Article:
Hey, kids, Jimmy the Fetus here, your guide to moral values in the Midwest, helping everyone see that what we learned in Sunday school really does matter.
A friend of mine was talking about some study in the news that said religion is "in the jeans," and I wasn't sure what she was talking about. I mean, some of the guys at church are obviously more interested in hitting on us than listening to what the pastor is saying. But our congregation has lots of not very young people, too, and they probably haven't got some in a really long time.
Your friend is referring to research suggesting that there may be genetic hard-wiring in our brains that predisposes us to a feeling of transcendence. It may be in our genes, in other words, to experience the classic ecstasy moment, which is then invariably taken to be of an external and supernatural source rather than an internal and chemical one. Now, take it from an embryo growin' so fast its genes and hormones are poppin' off like champagne corks at a shotgun wedding: The God gene at seven weeks is pumpin' go-juice like a firehose. But when it nearly sets me in orbit, I like to bring it back down with these words from the Bible: "Be wretched and mourn and weep. Let your laughter be turned to mourning and your joy to dejection." Sounds like the boys at the meeting-house could use a dose of that as well.
Got a moral quandary? E-mail Jimmy at firstname.lastname@example.org.
Backwash hears through the press grapevine that television reporters are still grumbling about KSHB Channel 41's coverage of the January 21 Cessna airplane crash in Overland Park.
The accident killed five, including three golf buddies on their way to a Florida tee time and a married pair of church leaders heading for a Bahamas cruise. The incident became even more newsworthy when it turned out that the plane had crashed into the home of former Royals pitcher Jason Grimsley.
Our press contacts tell us that Channel 41's Chris Hernandez pulled a neat stunt that day to get an exclusive that still has the other newsies steamed.
Hernandez found that a neighbor was first on the scene and had taken home video of the burning plane wreckage.
The video doesn't really appear to shed much, um, light on the situation, but in television, such imagery is ratings gold. Hernandez convinced the videographer to turn over his footage to Channel 41 -- and not to any of the other stations. The station paid the man $100 to lock in the exclusivity.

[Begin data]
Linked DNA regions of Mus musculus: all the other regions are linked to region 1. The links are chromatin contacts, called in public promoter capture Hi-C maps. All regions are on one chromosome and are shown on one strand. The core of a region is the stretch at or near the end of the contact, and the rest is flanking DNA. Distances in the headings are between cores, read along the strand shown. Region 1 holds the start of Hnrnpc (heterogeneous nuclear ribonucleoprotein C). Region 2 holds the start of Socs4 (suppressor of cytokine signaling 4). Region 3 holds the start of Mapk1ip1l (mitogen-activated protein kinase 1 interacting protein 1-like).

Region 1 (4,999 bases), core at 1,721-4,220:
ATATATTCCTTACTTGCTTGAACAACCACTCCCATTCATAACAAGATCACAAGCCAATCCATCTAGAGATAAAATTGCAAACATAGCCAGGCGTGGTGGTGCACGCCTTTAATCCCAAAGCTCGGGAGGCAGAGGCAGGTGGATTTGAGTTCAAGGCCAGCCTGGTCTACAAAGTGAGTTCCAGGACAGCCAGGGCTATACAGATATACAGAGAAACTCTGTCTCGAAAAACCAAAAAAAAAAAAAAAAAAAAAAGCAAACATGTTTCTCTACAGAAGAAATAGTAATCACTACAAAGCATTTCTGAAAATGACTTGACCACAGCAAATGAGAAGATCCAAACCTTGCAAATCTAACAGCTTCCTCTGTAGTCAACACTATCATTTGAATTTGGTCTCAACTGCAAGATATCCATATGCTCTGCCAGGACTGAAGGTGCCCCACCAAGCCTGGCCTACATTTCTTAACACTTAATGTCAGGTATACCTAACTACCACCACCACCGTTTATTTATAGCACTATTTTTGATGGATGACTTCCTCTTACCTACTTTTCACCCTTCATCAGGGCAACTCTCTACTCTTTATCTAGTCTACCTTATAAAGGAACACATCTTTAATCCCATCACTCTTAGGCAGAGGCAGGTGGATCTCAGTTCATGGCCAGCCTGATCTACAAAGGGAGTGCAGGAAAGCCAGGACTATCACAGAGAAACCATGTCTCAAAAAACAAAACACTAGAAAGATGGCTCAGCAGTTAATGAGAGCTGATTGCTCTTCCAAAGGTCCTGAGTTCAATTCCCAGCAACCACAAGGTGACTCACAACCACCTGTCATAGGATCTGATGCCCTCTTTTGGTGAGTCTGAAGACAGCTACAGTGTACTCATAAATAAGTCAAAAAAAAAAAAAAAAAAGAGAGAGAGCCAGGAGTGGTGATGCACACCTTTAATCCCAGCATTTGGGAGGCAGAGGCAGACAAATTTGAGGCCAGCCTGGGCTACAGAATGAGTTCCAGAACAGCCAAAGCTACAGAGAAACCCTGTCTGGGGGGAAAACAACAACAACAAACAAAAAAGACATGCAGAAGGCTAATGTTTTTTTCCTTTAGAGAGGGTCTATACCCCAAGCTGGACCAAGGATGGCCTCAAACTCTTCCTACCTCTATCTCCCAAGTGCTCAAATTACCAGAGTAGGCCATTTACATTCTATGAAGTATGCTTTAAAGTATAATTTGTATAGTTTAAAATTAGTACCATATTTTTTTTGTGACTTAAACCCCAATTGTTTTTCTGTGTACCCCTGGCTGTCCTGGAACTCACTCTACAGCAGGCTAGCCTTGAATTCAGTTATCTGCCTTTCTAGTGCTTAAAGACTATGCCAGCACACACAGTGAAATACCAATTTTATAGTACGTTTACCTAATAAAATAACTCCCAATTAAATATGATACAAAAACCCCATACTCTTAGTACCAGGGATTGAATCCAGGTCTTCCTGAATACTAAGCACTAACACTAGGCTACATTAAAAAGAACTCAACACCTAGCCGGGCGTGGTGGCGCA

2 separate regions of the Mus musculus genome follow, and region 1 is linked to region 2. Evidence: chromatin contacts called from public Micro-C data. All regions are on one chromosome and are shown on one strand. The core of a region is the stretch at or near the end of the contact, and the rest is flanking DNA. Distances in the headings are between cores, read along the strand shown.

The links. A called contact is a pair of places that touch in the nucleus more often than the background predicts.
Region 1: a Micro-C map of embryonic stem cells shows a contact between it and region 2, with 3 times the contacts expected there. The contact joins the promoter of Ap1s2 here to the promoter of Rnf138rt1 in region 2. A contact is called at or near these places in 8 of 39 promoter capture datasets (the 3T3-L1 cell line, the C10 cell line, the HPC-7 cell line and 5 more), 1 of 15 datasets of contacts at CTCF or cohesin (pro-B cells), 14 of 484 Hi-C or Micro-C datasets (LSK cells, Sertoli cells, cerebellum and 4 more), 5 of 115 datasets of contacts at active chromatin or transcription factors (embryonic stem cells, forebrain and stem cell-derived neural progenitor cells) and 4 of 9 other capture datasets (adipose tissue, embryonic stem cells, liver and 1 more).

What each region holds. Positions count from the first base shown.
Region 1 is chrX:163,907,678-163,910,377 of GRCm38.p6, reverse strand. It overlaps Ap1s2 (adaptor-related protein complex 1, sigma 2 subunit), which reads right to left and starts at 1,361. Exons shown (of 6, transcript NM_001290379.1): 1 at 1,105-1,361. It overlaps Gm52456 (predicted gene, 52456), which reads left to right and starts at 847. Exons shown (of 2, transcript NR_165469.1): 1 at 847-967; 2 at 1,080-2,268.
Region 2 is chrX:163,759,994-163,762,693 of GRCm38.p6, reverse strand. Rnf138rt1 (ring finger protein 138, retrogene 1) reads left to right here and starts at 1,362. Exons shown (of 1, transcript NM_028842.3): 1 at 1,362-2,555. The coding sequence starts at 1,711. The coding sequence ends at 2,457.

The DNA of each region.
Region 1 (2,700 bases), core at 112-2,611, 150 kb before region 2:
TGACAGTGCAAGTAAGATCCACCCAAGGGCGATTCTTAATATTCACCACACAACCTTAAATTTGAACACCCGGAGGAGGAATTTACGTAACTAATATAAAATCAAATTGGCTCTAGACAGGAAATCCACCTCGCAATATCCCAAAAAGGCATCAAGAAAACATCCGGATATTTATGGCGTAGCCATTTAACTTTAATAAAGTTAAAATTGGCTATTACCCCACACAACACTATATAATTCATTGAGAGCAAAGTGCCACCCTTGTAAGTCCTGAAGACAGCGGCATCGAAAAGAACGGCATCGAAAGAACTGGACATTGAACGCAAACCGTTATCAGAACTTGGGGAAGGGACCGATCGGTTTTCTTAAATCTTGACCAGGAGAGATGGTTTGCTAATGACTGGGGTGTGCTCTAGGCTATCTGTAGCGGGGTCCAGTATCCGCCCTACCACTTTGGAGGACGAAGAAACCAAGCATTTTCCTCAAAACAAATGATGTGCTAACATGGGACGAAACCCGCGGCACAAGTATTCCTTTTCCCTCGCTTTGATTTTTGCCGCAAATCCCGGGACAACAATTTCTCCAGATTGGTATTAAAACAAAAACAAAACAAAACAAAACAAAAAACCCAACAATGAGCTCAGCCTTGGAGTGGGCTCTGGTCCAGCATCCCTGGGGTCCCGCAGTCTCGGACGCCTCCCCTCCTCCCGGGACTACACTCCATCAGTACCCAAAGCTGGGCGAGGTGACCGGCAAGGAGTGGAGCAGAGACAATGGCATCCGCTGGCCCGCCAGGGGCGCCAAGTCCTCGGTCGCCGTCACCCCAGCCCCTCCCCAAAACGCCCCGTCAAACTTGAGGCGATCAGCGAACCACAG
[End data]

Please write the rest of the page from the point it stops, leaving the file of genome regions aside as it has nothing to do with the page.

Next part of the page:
Channel 41 played up the footage in a big way. Even days later, when Hernandez was featured doing a minor follow-up story, the burning wreckage was played as a sort of icon (see the screen shot on this page).
Now, we were under the impression that all of the stations pay off folks to screw the other stations. But that's not so, we've been assured. Hernandez, we're told, stepped over a line. (Sheesh. We didn't even realize that local TV news had ethical constraints.)
Hernandez tells Backwash that he did pay the videographer a cool hundred to keep the tape from the other stations, but he explains that it was just like any other contract between a station and a freelance cameraperson, or "stringer."
"We offered to pay him a stringer fee for the video, and later he agreed to keep it exclusive for us for the first day," Hernandez tells us. "The fee was for the video, and he agreed to keep it exclusive because I was the first one to find him and he knew my work as a reporter."
Yeah, yeah, Chris. We're sure your reputation precedes you. But actual stringers -- rather than just awe-struck yokels with camcorders -- rarely sell their videos to just one station. Not when everyone in town is likely to pay just as much for the privilege. Why would a stringer turn down four paydays instead of just one?
But Chris reassures us that in the end, his stratagem has all worked out for the best.
"Our source says he'll donate the check to his church," he tells us.
See, television news really does make this town a better place.
Notes from KC's blogosphere.
Every time I see Body Heat, I'm reminded of my first husband. We saw it together at the theater when it first came out. If you've seen it uncut, you know there's an especially steamy sex scene near the beginning, in which Kathleen Turner appears to be having a pretty damn good time. My ex-husband watched for a moment, then turned toward me and said, "Oh, come on, is she overacting just a little or what? Jesus, come on!" I sat there with my jaws clamped shut, because the only response that came to mind then was the same one that comes to mind now, and that was, "Umm, yeah, fuckstick, I realize that level of excitement and pleasure is something you'll never actually witness firsthand, but guess what? THAT is how a woman behaves when she's having a good time in the sack!"
And that moment -- that precise moment -- was the beginning of the end of my marriage to the lord and master of the teeniest peenie in the universe, not to mention the most astounding lack of sexual skill and imagination ever known to woman.
Lord, I hope my young'un never reads this, but you know what? There's a reason his father has always married virgins. From "Reecie.com," the online diary of Reecie Davis.